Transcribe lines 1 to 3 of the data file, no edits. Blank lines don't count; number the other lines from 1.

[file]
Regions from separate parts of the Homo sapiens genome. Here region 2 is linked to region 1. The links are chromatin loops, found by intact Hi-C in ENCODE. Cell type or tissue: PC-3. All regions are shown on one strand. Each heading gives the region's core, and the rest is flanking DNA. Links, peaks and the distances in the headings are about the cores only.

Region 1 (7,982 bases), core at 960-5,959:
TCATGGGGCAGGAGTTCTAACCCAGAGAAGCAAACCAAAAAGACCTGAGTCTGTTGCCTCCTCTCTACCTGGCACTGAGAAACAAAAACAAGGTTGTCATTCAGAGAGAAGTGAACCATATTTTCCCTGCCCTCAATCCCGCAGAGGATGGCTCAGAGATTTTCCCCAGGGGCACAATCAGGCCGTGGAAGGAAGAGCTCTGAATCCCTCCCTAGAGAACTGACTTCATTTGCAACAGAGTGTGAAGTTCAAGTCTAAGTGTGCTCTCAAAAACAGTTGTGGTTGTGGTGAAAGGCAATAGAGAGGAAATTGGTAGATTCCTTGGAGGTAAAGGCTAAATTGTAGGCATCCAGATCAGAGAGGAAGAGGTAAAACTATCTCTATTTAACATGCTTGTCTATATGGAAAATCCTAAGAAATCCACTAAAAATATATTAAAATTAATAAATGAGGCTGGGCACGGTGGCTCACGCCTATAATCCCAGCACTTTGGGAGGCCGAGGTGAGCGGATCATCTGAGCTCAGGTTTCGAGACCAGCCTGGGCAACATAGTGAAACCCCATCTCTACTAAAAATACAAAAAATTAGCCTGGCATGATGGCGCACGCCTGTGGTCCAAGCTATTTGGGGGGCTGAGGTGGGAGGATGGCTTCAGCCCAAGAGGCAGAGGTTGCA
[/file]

Regions from separate parts of the Homo sapiens genome. Here region 2 is linked to region 1. The links are chromatin loops, found by intact Hi-C in ENCODE. Cell type or tissue: PC-3. All regions are shown on one strand. Each heading gives the region's core, and the rest is flanking DNA. Links, peaks and the distances in the headings are about the cores only.

Region 1 (7,982 bases), core at 960-5,959:
TCATGGGGCAGGAGTTCTAACCCAGAGAAGCAAACCAAAAAGACCTGAGTCTGTTGCCTCCTCTCTACCTGGCACTGAGAAACAAAAACAAGGTTGTCATTCAGAGAGAAGTGAACCATATTTTCCCTGCCCTCAATCCCGCAGAGGATGGCTCAGAGATTTTCCCCAGGGGCACAATCAGGCCGTGGAAGGAAGAGCTCTGAATCCCTCCCTAGAGAACTGACTTCATTTGCAACAGAGTGTGAAGTTCAAGTCTAAGTGTGCTCTCAAAAACAGTTGTGGTTGTGGTGAAAGGCAATAGAGAGGAAATTGGTAGATTCCTTGGAGGTAAAGGCTAAATTGTAGGCATCCAGATCAGAGAGGAAGAGGTAAAACTATCTCTATTTAACATGCTTGTCTATATGGAAAATCCTAAGAAATCCACTAAAAATATATTAAAATTAATAAATGAGGCTGGGCACGGTGGCTCACGCCTATAATCCCAGCACTTTGGGAGGCCGAGGTGAGCGGATCATCTGAGCTCAGGTTTCGAGACCAGCCTGGGCAACATAGTGAAACCCCATCTCTACTAAAAATACAAAAAATTAGCCTGGCATGATGGCGCACGCCTGTGGTCCAAGCTATTTGGGGGGCTGAGGTGGGAGGATGGCTTCAGCCCAAGAGGCAGAGGTTGCA